The attendance for last weekend’s Mount Gretna Art Show totaled 7,325 on Saturday and Sunday, according to show director Kerry Royer.

The art show, which ran Aug. 21 and Aug. 22, brought 160 vendors from across the country together to sell their art, after a year’s hiatus from the in-person art show due to the COVID-19 lockdown.

Patrons check out the wares of vendors on Sunday at the Mount Gretna Art Show.

“Every artist that I spoke with said they had a fantastic show,” said Royer. “The people were so happy to have the art show back in our community, and Mount Gretna is renowned in the artist community for being a fine show, so we have a lot of art patrons come to our show.

“We were pleased with the turnout and we were pleased with the support that [vendors] received, especially after such a difficult year last year, where many of the shows, which are their livelihood, were canceled.”

Read more: The art of a good time, post-COVID, in Mount Gretna’s wooded surroundings

Royer noted that Sunday’s turnout was lower than Saturday’s due to rain persisting throughout the day. However, plenty of attendees came prepared with umbrellas.

Art show-goers take a look at a booth while holding umbrellas to keep dry.

“We did have a lower gate on Sunday; it rained all day, and that kept some of our patrons away,” she explained. “That was unfortunate, but that is the reality of having an outdoor art show. The artists were still really pleased with the patrons who came to look at their art.”

This year’s art show differed from a typical year due to the ever-changing COVID-19 safety measures and restrictions. A lot of planning goes into an event as large as the Mount Gretna Art Show, and organizers had been working on possible game plans for this year’s show since last fall.

Planning for this year’s art show involved setting up parking locations, planning traffic redirection, organizing shuttle services with WellSpan Philhaven Hospital and the Mount Gretna Volunteer Fire Company, and more.

“It was a different year. It was a challenging year,” said Royer. “It takes a long time to put all of the logistics into place and, (with) the way that the pandemic affected the different kinds of mandates through the state, we were making a Plan A, Plan B and Plan C.”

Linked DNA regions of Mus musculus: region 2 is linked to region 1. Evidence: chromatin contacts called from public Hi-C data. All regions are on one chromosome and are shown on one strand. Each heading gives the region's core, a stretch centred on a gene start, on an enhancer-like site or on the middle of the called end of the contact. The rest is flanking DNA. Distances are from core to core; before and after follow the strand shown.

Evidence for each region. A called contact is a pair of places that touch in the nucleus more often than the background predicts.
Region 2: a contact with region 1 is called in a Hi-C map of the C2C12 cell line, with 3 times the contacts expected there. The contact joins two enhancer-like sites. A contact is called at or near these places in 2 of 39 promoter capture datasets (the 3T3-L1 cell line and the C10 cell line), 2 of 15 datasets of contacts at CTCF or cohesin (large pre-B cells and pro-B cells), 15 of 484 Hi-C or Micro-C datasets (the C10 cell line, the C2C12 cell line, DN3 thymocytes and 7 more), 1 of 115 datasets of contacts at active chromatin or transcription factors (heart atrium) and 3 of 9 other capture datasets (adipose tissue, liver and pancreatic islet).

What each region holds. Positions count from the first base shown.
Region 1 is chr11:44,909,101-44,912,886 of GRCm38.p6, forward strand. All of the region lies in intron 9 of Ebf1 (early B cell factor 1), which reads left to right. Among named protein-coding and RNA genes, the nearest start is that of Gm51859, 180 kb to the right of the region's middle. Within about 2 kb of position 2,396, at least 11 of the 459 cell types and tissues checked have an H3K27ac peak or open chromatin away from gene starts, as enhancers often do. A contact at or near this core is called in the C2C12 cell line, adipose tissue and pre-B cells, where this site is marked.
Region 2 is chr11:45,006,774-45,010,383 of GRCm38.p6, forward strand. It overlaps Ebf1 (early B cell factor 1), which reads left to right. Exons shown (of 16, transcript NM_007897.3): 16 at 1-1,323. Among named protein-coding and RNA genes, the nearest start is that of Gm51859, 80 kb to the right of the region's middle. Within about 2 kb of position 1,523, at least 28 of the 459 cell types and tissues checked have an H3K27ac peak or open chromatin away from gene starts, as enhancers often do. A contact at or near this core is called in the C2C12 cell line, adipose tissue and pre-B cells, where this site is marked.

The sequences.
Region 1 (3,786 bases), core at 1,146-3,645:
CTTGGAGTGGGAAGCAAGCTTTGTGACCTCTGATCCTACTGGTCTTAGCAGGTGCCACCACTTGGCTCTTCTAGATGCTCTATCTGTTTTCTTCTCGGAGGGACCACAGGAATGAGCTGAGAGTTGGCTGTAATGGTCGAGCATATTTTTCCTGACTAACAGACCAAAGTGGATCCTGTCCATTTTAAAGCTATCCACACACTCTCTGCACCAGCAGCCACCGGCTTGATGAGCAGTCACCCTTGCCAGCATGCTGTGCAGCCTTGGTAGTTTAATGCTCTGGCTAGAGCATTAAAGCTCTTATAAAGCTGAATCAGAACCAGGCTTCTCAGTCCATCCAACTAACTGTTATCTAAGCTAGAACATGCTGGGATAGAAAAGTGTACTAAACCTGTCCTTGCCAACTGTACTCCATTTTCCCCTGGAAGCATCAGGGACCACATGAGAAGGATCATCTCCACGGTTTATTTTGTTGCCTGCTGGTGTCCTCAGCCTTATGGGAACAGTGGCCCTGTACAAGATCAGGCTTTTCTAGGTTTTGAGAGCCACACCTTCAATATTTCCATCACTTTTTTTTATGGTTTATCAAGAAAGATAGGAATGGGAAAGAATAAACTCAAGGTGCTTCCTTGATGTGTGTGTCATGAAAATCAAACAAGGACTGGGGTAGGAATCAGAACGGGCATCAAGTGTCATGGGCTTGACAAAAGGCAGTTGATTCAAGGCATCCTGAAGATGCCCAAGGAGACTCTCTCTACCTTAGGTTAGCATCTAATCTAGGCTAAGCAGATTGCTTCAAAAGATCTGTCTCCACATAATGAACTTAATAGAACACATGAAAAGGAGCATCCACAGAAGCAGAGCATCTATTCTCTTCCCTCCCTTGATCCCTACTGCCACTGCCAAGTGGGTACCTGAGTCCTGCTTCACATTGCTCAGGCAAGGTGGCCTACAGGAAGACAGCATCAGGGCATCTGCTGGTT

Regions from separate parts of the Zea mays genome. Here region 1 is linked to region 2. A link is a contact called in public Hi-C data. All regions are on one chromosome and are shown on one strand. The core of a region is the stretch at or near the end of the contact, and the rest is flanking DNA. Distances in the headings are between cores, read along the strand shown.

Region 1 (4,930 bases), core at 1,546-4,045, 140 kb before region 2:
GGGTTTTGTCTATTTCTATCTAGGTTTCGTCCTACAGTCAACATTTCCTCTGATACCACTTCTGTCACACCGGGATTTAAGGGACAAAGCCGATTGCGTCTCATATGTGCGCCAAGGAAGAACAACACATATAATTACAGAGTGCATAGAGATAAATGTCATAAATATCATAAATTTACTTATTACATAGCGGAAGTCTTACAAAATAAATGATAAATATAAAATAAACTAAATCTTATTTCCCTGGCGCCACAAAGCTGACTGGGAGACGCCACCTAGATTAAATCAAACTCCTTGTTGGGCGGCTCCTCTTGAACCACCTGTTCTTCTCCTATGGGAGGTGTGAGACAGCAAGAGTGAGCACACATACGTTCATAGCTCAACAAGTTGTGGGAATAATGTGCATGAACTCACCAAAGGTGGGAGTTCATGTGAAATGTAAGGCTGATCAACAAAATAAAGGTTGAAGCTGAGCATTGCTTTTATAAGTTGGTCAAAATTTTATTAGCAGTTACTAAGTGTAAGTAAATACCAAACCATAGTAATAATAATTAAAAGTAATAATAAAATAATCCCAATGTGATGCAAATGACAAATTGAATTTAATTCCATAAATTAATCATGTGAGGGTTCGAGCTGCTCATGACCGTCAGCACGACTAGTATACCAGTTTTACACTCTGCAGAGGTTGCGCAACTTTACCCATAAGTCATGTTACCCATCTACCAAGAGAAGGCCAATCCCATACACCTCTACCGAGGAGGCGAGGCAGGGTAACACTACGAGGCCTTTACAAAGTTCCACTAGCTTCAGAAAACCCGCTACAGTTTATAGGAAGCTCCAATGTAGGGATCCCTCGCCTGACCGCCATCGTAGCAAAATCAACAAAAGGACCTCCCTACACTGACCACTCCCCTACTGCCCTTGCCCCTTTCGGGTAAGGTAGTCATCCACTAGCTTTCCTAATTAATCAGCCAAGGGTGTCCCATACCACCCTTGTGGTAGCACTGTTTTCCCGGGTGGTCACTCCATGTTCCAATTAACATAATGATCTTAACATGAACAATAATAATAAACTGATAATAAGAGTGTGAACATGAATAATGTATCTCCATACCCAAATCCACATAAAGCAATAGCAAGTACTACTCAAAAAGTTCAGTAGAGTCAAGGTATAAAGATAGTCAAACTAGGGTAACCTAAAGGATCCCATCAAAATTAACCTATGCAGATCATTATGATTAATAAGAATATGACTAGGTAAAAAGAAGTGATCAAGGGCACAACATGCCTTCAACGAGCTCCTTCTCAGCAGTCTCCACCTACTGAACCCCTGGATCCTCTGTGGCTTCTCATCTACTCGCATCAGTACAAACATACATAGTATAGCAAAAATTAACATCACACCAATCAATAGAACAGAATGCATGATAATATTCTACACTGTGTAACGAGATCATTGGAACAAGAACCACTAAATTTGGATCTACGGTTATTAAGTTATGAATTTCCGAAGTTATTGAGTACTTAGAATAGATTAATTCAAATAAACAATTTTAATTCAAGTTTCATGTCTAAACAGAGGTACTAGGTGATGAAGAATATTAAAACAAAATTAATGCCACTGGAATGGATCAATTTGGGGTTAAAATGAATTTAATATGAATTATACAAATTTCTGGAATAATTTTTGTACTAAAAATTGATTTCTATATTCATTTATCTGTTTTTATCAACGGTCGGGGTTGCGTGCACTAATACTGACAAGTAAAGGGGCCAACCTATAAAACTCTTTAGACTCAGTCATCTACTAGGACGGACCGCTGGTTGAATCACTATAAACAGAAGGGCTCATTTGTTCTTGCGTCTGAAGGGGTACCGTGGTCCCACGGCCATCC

With COVID-19 restrictions loosening more and more as the show drew nearer, it ended up resembling an ordinary event with some safety precautions. Booths were spaced out six feet apart (where they would normally be directly adjacent), leading to a reduced amount of vendors compared to 260 in 2019.

Tented booths were set up six feet apart to space out patrons.

“The footprint of the show was the same, but we had fewer artists this year due to spacing them out,” said Royer.

In addition, high-touch areas were frequently sanitized, hand-sanitizing stations were available, and food vendors and tables were spaced out to allow for social distancing.

A large tent that housed several of the art show’s food vendors. Vendors (both at this tent and other locations) included Urban Olive, Hess’s Barbecue Catering, the Hershey Pantry, and more.

“Everybody worked together so well,” Royer said of adapting to the pandemic. “Everybody was so accommodating. I think people are used to attending events in a different way now.”

When last year’s art show was canceled, organizers held a virtual art show on their website to provide samples of vendors’ art and links to their websites. The initiative has continued this year (accessible here) alongside the in-person show, allowing patrons to track down artists they may have seen at the show.

“We’re really happy with the visual aspect of it, and it’s a big service to the artists who come to our show,” said Royer.

Overall, she considers this year’s art show to be a success and a refreshing return to normalcy for artists and patrons alike.

“People were thrilled to come out to Mount Gretna,” Royer said. “It is such a special place with such an amazing and charming atmosphere. They were just glad to be back underneath the trees of Chautauqua where we had these high-caliber artists.”

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Emily Bixler was born and raised in Lebanon and now reports on local government. In her free time, she enjoys playing piano and going for hikes.